- Pest Control. Because the clutter that accumulates in hoarder homes can often breed bed bug and rodent infestations, we decided the best way to serve our clients was to handle everything all under one roof. We come prepared with non-toxic pest control solutions to streamline the hoarding cleaning, and protect your health and safety in the process.
- Painting & Repair. Sometimes during a hoarding cleaning you might discover a wall that needs to be patched up, or other minor damages. Not only do we come ready to perform such minor repairs to your home, we will completely transform it with a fresh coat of paint. At the end of the service, your loved one’s home will look brand new.
- Restoration & Construction. The rigorously trained professionals at Hoarders911 do not stop at minor fixes within the home. If more intense structural damage has been sustained because of the hoarding, we will work with you to develop solutions to recover the home, as long as it is considered legally salvageable by the experts.
- Heavy Duty Cleaning. To ensure that your loved one’s home is not simply recovered, but that it is fully transformed, our hoarding cleanup team will execute an incredibly detailed deep cleaning service. The home will be diligently scrubbed from top to bottom. This process ensures that we leave your home in its peak condition, and that every inch is certified by an expert.
The Importance of Aftercare
The love and support that you give your loved one should not stop after the first signs of a successful hoarding intervention.
It took time for this situation to develop, and it will take time for your loved one to unlearn the habits that created it in the first place.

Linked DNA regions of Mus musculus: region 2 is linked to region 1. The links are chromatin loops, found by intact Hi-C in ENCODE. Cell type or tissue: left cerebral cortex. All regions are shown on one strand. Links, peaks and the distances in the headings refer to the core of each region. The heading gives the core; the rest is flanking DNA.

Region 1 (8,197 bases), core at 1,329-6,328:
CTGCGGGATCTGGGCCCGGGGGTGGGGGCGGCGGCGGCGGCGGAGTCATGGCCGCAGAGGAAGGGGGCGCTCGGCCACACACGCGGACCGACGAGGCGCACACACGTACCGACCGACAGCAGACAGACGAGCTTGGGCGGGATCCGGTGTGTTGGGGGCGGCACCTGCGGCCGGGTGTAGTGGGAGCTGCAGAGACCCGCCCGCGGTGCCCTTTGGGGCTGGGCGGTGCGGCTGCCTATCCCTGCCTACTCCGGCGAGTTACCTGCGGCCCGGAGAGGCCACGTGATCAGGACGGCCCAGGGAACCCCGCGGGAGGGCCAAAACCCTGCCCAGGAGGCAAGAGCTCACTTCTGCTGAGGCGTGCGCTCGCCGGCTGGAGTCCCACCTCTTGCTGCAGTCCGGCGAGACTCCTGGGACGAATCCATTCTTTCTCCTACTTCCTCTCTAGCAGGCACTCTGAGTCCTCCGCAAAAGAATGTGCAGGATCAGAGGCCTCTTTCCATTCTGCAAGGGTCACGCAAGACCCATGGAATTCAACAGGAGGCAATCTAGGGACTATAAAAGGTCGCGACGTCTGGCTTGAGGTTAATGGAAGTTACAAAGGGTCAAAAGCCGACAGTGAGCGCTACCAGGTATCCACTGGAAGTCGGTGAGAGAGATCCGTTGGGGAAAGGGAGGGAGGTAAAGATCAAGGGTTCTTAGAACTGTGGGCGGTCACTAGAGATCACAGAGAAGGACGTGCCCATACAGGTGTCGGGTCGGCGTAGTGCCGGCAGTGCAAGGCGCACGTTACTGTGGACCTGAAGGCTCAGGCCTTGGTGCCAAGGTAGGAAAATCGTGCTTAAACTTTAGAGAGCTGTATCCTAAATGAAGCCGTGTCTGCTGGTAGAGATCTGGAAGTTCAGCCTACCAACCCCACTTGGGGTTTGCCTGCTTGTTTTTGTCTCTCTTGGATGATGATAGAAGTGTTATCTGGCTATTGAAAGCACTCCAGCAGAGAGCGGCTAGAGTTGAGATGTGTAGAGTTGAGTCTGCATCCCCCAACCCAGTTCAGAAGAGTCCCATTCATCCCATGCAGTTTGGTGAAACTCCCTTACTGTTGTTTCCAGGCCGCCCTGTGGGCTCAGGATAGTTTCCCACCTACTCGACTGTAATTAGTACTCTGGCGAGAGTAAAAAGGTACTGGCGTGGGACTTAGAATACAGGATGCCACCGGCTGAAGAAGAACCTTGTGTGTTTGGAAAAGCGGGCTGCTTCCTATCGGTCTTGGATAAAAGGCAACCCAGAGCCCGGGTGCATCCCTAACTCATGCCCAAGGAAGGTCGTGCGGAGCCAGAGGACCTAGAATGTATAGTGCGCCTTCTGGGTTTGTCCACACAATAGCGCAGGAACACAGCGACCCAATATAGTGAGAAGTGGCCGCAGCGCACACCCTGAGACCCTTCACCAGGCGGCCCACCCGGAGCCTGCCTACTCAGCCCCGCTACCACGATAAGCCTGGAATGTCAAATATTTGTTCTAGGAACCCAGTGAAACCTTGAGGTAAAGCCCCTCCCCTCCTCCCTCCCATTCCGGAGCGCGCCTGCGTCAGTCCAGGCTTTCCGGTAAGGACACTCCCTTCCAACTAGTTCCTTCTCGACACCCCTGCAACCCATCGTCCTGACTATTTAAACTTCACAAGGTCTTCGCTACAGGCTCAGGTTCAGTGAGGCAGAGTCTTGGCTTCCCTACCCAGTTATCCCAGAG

Seeking therapy after an intervention can help your loved one to hone the skills they began learning during the cleanup, and keep them on track when the distress of discarding so many of their precious belongings set in.
But, they will need your continued support as well. Check in and let them know that you care, and that you are there for them.
Help them to maintain a clutter free environment and ensure they do not begin compulsive collecting immediately after the cleanup.
As with any mental illness, the symptoms will not go away overnight, it takes work. It is just as important to be compassionate in these moments as it is during the cleanup.
So, remember that your loved one is working hard to change their life, and be there for them every step of the way.
Confronting your loved one about their hoarding disorder can be scary, but it doesn’t have to be.
With a thorough understanding of how hoarding disorder works, and a lot of compassion, you can play a big part in helping someone recover from a severe mental illness.
Because hoarders tend to live in isolation, they often do not get the help that they need. But with your patience, understanding and support from your loved one can lead a happy, healthy life once again.
Remember to assess the situation, and plan ahead as much as possible. Doing so will help you to stay calm when challenges and difficulties arise.
Do not spring an intervention on an unsuspecting person, but instead gently let them know your concerns, and that you would like to help.
Call in professional help to guide you whenever possible, and stay by your loved one’s side before, during, and after cleanup to help make the transition as easy as possible.
If your loved one is struggling with a hoarding disorder, consider calling Hoarders911. Our experts are available 24/7 to provide judgement-free solutions for all of your needs.